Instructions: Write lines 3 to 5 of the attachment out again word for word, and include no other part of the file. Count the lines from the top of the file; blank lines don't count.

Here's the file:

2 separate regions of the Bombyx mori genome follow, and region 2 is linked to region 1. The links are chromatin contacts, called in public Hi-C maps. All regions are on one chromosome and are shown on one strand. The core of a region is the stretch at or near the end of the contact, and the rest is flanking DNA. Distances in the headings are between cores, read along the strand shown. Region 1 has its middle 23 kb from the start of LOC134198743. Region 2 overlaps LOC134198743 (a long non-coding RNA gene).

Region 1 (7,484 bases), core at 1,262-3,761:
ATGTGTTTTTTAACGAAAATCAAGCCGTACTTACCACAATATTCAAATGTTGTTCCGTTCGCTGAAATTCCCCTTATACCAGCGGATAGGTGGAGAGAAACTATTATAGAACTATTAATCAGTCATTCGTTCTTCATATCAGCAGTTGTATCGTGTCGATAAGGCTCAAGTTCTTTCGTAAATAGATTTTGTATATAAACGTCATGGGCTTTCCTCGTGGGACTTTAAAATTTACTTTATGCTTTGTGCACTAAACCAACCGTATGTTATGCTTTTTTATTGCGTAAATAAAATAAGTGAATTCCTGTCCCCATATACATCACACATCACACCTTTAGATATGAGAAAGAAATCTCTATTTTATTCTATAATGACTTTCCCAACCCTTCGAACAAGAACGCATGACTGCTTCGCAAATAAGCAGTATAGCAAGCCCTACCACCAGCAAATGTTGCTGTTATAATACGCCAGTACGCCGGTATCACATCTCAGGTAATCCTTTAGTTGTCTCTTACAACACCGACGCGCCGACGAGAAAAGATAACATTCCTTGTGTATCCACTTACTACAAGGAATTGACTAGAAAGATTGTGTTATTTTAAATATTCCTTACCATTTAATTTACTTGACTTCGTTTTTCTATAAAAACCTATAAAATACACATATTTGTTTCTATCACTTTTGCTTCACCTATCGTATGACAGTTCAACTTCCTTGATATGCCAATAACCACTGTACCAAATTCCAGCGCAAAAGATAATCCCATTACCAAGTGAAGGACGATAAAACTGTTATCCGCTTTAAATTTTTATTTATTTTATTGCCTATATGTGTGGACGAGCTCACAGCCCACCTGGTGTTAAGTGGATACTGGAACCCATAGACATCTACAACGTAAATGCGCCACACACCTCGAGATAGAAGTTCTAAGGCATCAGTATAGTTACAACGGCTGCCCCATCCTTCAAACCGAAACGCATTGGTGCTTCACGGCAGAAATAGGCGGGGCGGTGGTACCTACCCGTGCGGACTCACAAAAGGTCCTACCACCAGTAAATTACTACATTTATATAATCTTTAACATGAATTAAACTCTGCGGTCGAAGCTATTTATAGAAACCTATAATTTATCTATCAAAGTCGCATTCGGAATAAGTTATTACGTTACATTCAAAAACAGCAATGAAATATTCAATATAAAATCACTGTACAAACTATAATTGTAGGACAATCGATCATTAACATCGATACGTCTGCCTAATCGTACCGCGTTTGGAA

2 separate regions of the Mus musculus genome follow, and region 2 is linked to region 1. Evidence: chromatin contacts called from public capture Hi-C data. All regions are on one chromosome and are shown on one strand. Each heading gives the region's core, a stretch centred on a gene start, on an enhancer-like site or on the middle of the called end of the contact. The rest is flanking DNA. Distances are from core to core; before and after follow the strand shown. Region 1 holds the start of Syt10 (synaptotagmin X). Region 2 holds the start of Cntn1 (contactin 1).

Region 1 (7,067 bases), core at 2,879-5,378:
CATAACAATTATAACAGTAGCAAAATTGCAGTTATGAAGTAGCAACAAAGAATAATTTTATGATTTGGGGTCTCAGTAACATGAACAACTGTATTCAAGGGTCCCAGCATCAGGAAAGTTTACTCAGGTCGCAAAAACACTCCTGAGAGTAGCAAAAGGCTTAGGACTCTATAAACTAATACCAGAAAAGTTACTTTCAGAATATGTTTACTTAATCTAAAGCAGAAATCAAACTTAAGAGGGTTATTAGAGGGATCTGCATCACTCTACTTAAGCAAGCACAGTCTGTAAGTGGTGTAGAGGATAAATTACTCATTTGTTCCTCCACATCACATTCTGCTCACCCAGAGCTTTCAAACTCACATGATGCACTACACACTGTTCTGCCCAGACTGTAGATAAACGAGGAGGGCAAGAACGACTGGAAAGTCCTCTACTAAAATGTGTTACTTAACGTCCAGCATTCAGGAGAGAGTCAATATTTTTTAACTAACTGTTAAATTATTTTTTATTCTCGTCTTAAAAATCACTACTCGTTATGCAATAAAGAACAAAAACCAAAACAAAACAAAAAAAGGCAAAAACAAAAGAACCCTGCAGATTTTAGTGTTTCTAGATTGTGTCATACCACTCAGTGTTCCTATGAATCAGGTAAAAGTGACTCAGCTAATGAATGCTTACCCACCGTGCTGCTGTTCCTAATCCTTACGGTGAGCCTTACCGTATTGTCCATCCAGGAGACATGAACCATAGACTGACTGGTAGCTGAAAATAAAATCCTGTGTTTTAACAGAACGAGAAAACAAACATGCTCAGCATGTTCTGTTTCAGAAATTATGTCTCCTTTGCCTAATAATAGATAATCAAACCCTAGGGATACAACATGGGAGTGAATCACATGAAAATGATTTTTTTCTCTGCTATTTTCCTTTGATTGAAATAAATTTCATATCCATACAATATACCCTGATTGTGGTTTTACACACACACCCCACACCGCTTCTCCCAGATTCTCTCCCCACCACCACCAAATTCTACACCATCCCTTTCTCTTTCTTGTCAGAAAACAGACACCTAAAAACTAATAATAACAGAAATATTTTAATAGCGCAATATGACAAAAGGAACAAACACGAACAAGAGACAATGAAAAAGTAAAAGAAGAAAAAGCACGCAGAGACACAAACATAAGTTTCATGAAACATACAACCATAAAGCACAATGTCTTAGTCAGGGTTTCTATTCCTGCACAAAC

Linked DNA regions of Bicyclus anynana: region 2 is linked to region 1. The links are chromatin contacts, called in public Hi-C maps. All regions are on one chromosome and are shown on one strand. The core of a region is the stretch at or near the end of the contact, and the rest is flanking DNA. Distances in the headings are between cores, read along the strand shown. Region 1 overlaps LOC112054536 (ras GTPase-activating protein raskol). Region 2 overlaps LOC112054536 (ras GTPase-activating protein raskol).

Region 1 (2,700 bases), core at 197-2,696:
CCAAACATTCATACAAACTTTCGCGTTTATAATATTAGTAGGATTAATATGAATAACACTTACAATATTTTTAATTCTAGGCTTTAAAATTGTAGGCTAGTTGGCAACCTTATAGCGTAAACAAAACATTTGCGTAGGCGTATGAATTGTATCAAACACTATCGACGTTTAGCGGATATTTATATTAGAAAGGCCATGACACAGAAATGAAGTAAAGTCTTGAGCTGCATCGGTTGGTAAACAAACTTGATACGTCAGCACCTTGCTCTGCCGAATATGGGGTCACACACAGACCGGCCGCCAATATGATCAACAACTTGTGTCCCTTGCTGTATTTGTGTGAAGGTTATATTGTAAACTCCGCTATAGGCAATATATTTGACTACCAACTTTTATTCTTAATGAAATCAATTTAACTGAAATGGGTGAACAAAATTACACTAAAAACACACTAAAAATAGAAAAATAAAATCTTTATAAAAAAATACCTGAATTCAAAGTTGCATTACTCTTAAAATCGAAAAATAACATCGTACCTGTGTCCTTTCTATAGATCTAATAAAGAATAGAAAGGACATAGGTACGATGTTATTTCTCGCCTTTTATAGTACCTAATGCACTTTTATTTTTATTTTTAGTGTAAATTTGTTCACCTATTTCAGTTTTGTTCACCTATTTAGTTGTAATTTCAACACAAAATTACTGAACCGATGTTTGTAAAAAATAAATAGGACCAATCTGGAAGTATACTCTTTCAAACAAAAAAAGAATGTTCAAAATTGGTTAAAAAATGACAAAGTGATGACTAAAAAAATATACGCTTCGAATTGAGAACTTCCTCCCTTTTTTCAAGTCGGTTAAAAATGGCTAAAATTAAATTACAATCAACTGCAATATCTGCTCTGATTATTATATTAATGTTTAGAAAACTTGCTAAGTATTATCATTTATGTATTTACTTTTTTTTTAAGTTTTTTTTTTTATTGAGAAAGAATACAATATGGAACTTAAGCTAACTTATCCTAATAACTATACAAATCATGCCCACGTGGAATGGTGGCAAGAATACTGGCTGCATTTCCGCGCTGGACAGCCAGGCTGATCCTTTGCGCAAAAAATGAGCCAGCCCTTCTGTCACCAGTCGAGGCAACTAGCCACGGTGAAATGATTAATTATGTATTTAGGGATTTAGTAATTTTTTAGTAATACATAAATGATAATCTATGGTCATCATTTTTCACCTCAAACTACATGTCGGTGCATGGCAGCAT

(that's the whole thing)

ATGTGTTTTTTAACGAAAATCAAGCCGTACTTACCACAATATTCAAATGTTGTTCCGTTCGCTGAAATTCCCCTTATACCAGCGGATAGGTGGAGAGAAACTATTATAGAACTATTAATCAGTCATTCGTTCTTCATATCAGCAGTTGTATCGTGTCGATAAGGCTCAAGTTCTTTCGTAAATAGATTTTGTATATAAACGTCATGGGCTTTCCTCGTGGGACTTTAAAATTTACTTTATGCTTTGTGCACTAAACCAACCGTATGTTATGCTTTTTTATTGCGTAAATAAAATAAGTGAATTCCTGTCCCCATATACATCACACATCACACCTTTAGATATGAGAAAGAAATCTCTATTTTATTCTATAATGACTTTCCCAACCCTTCGAACAAGAACGCATGACTGCTTCGCAAATAAGCAGTATAGCAAGCCCTACCACCAGCAAATGTTGCTGTTATAATACGCCAGTACGCCGGTATCACATCTCAGGTAATCCTTTAGTTGTCTCTTACAACACCGACGCGCCGACGAGAAAAGATAACATTCCTTGTGTATCCACTTACTACAAGGAATTGACTAGAAAGATTGTGTTATTTTAAATATTCCTTACCATTTAATTTACTTGACTTCGTTTTTCTATAAAAACCTATAAAATACACATATTTGTTTCTATCACTTTTGCTTCACCTATCGTATGACAGTTCAACTTCCTTGATATGCCAATAACCACTGTACCAAATTCCAGCGCAAAAGATAATCCCATTACCAAGTGAAGGACGATAAAACTGTTATCCGCTTTAAATTTTTATTTATTTTATTGCCTATATGTGTGGACGAGCTCACAGCCCACCTGGTGTTAAGTGGATACTGGAACCCATAGACATCTACAACGTAAATGCGCCACACACCTCGAGATAGAAGTTCTAAGGCATCAGTATAGTTACAACGGCTGCCCCATCCTTCAAACCGAAACGCATTGGTGCTTCACGGCAGAAATAGGCGGGGCGGTGGTACCTACCCGTGCGGACTCACAAAAGGTCCTACCACCAGTAAATTACTACATTTATATAATCTTTAACATGAATTAAACTCTGCGGTCGAAGCTATTTATAGAAACCTATAATTTATCTATCAAAGTCGCATTCGGAATAAGTTATTACGTTACATTCAAAAACAGCAATGAAATATTCAATATAAAATCACTGTACAAACTATAATTGTAGGACAATCGATCATTAACATCGATACGTCTGCCTAATCGTACCGCGTTTGGAA

2 separate regions of the Mus musculus genome follow, and region 2 is linked to region 1. Evidence: chromatin contacts called from public capture Hi-C data. All regions are on one chromosome and are shown on one strand. Each heading gives the region's core, a stretch centred on a gene start, on an enhancer-like site or on the middle of the called end of the contact. The rest is flanking DNA. Distances are from core to core; before and after follow the strand shown. Region 1 holds the start of Syt10 (synaptotagmin X). Region 2 holds the start of Cntn1 (contactin 1).

Region 1 (7,067 bases), core at 2,879-5,378: